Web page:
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J Thorac Cardiovasc Surg. 2018 Jan;155(1):96-102.e11. doi: 10.1016/j.jtcvs.2017.08.018. Epub 2017 Aug 24.

Survival and long-term outcomes after mitral valve replacement in patients aged 18 to 50 years.

Author information

1
Department of Cardiovascular Surgery, Icahn School of Medicine at Mount Sinai, New York, NY.
2
Department of Health Evidence and Policy, Icahn School of Medicine at Mount Sinai, New York, NY.
3
Department of Cardiovascular Surgery, Icahn School of Medicine at Mount Sinai, New York, NY; Department of Surgery, Stony Brook University Hospital, New York, NY. Electronic address: Joanna.Chikwe@mountsinai.org.

Abstract

OBJECTIVE:

To provide long-term data on survival and major morbidity after mitral valve replacement in patients aged 18 to 50 years.

METHODS:

Retrospective analysis of 2727 patients aged 18 to 50 years who underwent isolated mitral replacement in California and New York from 1997 to 2006. Median follow-up time was 12.4 years (maximum 15.0 years). The primary endpoint was mortality; secondary endopoints were stroke, major bleeding, and reoperation. Propensity matching yielded 373 patient pairs.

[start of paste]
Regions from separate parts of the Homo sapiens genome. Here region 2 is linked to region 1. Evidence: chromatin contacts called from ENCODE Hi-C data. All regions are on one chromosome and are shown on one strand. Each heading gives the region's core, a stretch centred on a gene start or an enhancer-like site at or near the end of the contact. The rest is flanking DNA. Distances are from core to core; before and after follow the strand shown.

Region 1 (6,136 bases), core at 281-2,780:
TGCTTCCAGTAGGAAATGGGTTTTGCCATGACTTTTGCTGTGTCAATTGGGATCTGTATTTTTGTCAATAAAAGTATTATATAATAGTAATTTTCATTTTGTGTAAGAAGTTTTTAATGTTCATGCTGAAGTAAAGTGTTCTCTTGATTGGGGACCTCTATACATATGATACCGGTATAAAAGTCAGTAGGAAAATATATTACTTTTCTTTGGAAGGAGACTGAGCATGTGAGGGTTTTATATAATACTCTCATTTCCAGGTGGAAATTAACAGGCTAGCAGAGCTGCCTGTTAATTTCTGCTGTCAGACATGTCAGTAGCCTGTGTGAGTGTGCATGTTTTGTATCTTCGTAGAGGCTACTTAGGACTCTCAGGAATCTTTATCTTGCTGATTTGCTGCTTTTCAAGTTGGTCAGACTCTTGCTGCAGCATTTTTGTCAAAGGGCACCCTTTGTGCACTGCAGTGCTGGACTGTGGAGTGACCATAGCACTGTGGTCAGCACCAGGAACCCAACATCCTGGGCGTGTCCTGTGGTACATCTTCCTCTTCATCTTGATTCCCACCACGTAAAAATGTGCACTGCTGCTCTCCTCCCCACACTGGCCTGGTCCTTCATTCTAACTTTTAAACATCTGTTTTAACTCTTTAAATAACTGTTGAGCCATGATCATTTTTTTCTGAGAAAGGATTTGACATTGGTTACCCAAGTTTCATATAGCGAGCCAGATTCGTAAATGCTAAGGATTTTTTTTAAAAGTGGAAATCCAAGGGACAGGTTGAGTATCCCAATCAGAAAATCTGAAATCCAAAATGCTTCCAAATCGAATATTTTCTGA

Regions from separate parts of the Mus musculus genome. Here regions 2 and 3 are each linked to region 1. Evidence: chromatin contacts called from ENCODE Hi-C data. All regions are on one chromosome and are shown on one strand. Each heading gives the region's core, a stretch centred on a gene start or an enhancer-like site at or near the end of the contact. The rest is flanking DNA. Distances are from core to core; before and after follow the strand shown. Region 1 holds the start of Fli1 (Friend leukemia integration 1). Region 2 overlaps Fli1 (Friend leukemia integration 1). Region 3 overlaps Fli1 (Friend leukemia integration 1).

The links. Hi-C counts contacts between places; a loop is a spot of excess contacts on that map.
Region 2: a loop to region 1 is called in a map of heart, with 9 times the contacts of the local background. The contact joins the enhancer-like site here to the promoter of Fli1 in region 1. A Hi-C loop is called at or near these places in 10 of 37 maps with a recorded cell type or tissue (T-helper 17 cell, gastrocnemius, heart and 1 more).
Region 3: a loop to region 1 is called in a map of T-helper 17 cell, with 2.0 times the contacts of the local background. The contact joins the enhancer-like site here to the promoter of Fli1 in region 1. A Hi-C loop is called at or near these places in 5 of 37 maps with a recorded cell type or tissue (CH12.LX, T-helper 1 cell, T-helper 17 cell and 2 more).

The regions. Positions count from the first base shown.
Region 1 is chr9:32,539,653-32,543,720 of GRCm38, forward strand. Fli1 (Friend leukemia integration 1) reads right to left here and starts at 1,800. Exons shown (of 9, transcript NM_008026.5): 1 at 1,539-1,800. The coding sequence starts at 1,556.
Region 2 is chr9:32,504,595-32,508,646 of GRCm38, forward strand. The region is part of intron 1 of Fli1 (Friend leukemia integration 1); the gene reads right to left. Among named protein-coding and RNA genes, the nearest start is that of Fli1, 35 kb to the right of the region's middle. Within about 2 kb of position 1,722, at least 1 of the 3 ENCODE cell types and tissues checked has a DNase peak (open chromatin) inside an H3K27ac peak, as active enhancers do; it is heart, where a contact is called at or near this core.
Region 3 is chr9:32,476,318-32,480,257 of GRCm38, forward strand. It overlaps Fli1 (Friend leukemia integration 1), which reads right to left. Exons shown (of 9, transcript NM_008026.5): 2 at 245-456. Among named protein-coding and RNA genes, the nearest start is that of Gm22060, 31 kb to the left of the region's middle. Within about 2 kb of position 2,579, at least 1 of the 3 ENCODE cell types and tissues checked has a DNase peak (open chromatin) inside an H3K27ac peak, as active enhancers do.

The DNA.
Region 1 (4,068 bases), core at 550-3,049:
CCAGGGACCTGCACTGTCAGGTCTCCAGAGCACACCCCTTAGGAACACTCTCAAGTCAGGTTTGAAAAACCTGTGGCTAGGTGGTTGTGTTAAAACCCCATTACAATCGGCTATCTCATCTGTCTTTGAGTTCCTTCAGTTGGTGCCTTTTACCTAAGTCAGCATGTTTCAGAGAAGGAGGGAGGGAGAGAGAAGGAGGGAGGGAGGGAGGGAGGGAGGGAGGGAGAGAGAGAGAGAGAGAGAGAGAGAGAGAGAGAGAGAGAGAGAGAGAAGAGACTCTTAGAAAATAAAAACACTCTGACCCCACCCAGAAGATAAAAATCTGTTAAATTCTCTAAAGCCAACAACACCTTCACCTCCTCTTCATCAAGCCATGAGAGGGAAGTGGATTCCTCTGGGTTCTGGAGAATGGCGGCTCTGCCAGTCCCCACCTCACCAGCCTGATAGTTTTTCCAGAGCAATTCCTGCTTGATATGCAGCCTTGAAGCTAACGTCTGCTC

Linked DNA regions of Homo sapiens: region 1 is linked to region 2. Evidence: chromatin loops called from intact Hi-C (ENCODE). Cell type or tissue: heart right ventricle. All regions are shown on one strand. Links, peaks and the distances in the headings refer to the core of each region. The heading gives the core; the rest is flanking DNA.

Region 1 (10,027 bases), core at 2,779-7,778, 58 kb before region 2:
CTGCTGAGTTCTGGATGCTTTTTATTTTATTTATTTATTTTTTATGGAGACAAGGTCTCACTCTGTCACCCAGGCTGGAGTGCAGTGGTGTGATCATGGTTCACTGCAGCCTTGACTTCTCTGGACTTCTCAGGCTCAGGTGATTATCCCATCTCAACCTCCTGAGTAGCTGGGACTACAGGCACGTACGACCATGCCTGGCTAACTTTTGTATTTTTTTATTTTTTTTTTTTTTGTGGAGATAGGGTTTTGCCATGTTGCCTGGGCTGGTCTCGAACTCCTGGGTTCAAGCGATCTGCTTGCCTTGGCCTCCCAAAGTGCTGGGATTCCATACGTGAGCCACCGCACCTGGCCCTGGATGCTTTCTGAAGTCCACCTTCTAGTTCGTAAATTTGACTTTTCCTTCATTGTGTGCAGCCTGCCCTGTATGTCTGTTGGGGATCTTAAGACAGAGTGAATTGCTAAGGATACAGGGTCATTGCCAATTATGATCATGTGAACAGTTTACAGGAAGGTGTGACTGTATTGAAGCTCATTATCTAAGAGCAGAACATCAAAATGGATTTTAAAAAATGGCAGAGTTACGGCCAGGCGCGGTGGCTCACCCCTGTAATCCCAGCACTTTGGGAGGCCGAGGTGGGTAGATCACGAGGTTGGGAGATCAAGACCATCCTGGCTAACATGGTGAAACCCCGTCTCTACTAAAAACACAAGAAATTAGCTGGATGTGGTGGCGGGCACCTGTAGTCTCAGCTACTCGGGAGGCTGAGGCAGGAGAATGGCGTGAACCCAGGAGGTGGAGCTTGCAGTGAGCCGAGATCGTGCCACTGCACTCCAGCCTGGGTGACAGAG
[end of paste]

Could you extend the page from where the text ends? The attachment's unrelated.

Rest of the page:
RESULTS:

Bioprosthetic valve use increased from 10% to 34% between 1997 and 2014 (P < .001). Among propensity score-matched patients, actuarial 15-year survival was 74.3% (95% confidence interval [CI], 69.0%-78.7%) after bioprosthetic versus 80.8% (95% CI, 75.1%-85.3%) mechanical valve replacement (hazard ratio [HR], 1.67; 95% CI, 1.21-2.32, P = .002). At 15 years after mitral valve replacement, the cumulative incidence of stroke was similar (9.1% [95% CI, 6.0%-13.0%] vs 9.7% [95% CI, 6.7-13.4]; HR, 0.95 [95% CI, 0.57-1.59]); the cumulative incidence of major bleeding events was similar (7.9% [95% CI, 5.0%-11.5%] vs 11.5% [95% CI, 7.6%-16.2%]; HR, 0.78 [95% CI, 0.46-1.32]); and the cumulative incidence of reoperation after bioprosthetic valve replacement was greater (19.9% [95% CI, 15.4%-24.8%] vs 5.7% [95% CI, 3.5%-8.7%]; HR, 20.3 [95% CI, 4.0-102.8]), respectively.

CONCLUSIONS:

The significant survival benefit associated with mechanical mitral valve replacement in adults ≤50 years may be due to the practice of implanting bioprostheses in sicker patients or those judged less likely to comply with long-term medication despite adjustment for baseline characteristics in propensity score matching.

KEYWORDS:

long-term outcomes; mitral valve; mitral valve replacement; nonelderly patients; prosthetic valve choice

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